DUP MLA Jonathan Bell is set to sue First Minister Arlene Foster over comments she made about him when the pair appeared in an extraordinary TV show earlier this week.
An astonishing war of words erupted as they hit out at each other's handling of the 'cash for ash' scheme in separate interviews with the BBC's Stephen Nolan.
However, Thursday's clash has taken a new twist as Mr Bell was last night poised to launch legal proceedings against his party leader.
The former Enterprise Minister has instructed his solicitor Paul Tweed to sue Mrs Foster for defamation following comments she made during her BBC NI interview.
The First Minister made certain allegations about Mr Bell's behaviour during the course of the interview relating to his conduct generally and during a meeting with her concerning the botched energy scheme.
She alleged that the Jonathan Bell who appeared in the TV interview "is not a Jonathan Bell that would be familiar to many of his political colleagues, to many of his civil servants that he worked with in the department, or to many in the business community".
Mr Bell has robustly denied the First Minister's claims and has told friends that he is determined to pursue the matter in the courts.
When contacted by the Belfast Telegraph last night, Mr Tweed refused to comment.
The Strangford DUP MLA has given an entirely different account of the Stormont meeting in which he alleges there was a "hostile" atmosphere of "fear" and Mrs Foster was "highly agitated and angry" with him.
She has strongly denied his account.
In his explosive BBC interview, Mr Bell claimed that Mrs Foster had overruled him from immediately shutting down the catastrophic Renewable Heat Incentive (RHI) scheme, which will cost taxpayers an estimated £400m.
Mrs Foster has claimed that he is making the allegations to mask his own failings, and that he wanted to run the scheme for longer than she did.
Martin McGuinness yesterday called on her to "stand aside" as First Minister while the scandal was investigated.
The Deputy First Minister said he was concerned that "credibility of the political institutions is being undermined".
His intervention came after growing pressure from nationalist grass roots that Sinn Fein takes a tougher stand against the DUP on the issue.
Mr McGuinness told Mrs Foster that, in light of "allegations from a former DUP minister that there was corruption", it was in the public interest that she step down while an investigation was under way "at least until an initial assessment has been concluded into the veracity of all the allegations".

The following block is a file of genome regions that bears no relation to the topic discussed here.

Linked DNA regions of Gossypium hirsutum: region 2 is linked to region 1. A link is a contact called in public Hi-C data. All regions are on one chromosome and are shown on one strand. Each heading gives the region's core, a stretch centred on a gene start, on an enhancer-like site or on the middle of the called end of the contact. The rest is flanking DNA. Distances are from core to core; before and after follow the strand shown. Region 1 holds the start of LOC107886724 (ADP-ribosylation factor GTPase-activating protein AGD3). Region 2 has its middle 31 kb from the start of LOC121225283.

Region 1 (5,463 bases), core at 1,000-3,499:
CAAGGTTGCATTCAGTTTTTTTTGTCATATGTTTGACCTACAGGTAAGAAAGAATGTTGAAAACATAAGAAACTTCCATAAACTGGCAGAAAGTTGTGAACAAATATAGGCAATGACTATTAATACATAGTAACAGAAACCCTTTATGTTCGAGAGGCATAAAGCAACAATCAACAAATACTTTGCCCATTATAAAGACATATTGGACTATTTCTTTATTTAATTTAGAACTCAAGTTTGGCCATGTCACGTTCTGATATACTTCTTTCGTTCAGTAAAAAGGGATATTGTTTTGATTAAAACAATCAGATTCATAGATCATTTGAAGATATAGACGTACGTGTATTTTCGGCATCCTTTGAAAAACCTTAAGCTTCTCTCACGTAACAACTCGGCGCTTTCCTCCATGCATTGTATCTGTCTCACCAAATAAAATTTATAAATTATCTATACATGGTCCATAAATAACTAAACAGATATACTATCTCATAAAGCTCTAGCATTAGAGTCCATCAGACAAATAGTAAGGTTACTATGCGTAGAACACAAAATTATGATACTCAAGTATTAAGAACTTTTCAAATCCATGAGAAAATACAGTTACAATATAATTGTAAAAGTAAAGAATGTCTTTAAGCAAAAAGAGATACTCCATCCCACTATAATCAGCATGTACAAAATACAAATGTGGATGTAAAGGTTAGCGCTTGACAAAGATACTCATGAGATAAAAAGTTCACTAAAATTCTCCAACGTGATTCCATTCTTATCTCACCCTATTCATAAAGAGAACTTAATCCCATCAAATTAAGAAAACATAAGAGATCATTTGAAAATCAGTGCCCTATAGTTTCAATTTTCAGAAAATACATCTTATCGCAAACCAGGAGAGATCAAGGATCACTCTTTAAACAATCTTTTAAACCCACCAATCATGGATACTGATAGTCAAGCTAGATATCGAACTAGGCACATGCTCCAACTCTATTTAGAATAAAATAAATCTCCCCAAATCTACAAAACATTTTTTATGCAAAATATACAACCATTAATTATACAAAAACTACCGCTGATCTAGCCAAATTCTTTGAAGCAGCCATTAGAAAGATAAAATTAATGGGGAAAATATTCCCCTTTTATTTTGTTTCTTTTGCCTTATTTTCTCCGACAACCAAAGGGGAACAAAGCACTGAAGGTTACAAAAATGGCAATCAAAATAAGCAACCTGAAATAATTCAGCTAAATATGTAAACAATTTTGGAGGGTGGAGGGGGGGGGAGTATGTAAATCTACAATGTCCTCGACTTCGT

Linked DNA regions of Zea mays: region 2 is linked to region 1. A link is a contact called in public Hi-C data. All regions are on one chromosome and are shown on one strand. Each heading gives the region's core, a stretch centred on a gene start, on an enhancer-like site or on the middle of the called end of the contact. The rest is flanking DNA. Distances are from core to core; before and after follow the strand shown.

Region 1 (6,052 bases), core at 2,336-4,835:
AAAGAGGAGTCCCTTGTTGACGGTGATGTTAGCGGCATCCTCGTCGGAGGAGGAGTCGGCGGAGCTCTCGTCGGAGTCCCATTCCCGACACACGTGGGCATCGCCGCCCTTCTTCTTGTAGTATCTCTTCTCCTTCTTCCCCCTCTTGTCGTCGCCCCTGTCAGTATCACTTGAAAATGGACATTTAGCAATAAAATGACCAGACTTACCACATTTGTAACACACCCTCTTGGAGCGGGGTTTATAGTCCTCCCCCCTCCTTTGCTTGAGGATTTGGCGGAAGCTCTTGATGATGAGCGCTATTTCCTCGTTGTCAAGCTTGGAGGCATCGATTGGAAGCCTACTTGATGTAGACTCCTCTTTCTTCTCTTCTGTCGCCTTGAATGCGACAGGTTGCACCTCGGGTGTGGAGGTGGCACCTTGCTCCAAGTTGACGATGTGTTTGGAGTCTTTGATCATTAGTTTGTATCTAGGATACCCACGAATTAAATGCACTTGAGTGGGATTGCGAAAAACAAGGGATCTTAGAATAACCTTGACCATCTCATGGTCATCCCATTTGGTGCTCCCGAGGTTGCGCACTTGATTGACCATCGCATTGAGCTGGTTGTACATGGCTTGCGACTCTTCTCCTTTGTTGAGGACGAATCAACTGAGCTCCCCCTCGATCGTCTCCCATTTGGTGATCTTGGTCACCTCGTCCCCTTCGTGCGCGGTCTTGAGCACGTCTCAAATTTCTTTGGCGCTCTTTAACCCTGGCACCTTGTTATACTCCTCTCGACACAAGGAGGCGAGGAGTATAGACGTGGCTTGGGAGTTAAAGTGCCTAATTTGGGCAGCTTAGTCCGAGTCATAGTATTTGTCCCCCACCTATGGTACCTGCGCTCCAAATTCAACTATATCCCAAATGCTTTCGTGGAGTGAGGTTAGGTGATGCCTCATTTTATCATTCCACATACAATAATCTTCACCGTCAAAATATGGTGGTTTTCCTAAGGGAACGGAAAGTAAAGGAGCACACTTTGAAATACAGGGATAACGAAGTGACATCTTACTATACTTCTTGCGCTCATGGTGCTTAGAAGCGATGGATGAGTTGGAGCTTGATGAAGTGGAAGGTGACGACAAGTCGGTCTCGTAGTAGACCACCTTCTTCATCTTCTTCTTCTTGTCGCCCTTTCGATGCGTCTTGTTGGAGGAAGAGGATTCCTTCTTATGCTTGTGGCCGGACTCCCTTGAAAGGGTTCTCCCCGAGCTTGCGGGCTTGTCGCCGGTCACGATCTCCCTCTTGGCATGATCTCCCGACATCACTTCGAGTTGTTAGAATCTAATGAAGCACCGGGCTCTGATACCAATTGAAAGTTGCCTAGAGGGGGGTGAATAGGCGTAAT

Mr McGuinness said that were he in the same situation, he would temporarily stand aside. The SDLP and the Ulster Unionists have already demanded that Mrs Foster step down.
In response to the Deputy First Minister's call, the DUP said that Mrs Foster "does not take her instructions from Sinn Fein, but from the electorate".
A party spokesman added: "The First Minister will not be stepping aside, but instead is focused on ensuring the full facts about this issue emerge and proposals are brought forward which can make a significant reduction in the future financial burden the Executive would face."
SDLP leader Colum Eastwood welcomed that Mr McGuinness had finally moved "to adopt the position of authority that Opposition parties have already taken". He added that "this is not a time for further equivocation".
Mrs Foster faces a Ministerial Exclusion Motion on Monday as the Assembly is recalled for a special sitting to discuss the growing political crisis. The SDLP secured the 30 signatures necessary to bring forward its motion to suspend the First Minister for six months to allow for an investigation.
The motion was supported by Ulster Unionist, Alliance, Green Party, People Before Profit and Traditional Unionist Voice Members.
Alliance leader Naomi Long said that a judge-led inquiry would be "the best way to uncover the truth on behalf of the public".
UUP leader Mike Nesbitt said that Mr Bell's "characterisation of Spads running the show" at Stormont was "consistent with my experience of how the DUP operates".
Politicians prepare for difficult interviews in all kinds of ways. For some, it's an obsessive reading and rereading of their brief, for others it's an intense one-to-one with their closest advisers. Hillary Clinton famously asked a member of her staff to actually act out the part of Donald Trump before her difficult encounters with the now US President-elect.
Special Advisers (Spads) are neither politicians nor civil servants; instead, they inhabit a sort of twilight world between the two. They are bound by the 'Code Of Conduct For Special Advisers,' which states: "The employment of Special Advisers adds a political dimension to the advice available to ministers, and provides ministers with the direct advice of experts in their professional field, while reinforcing the political neutrality of the permanent civil service by distinguishing the source of political advice and support.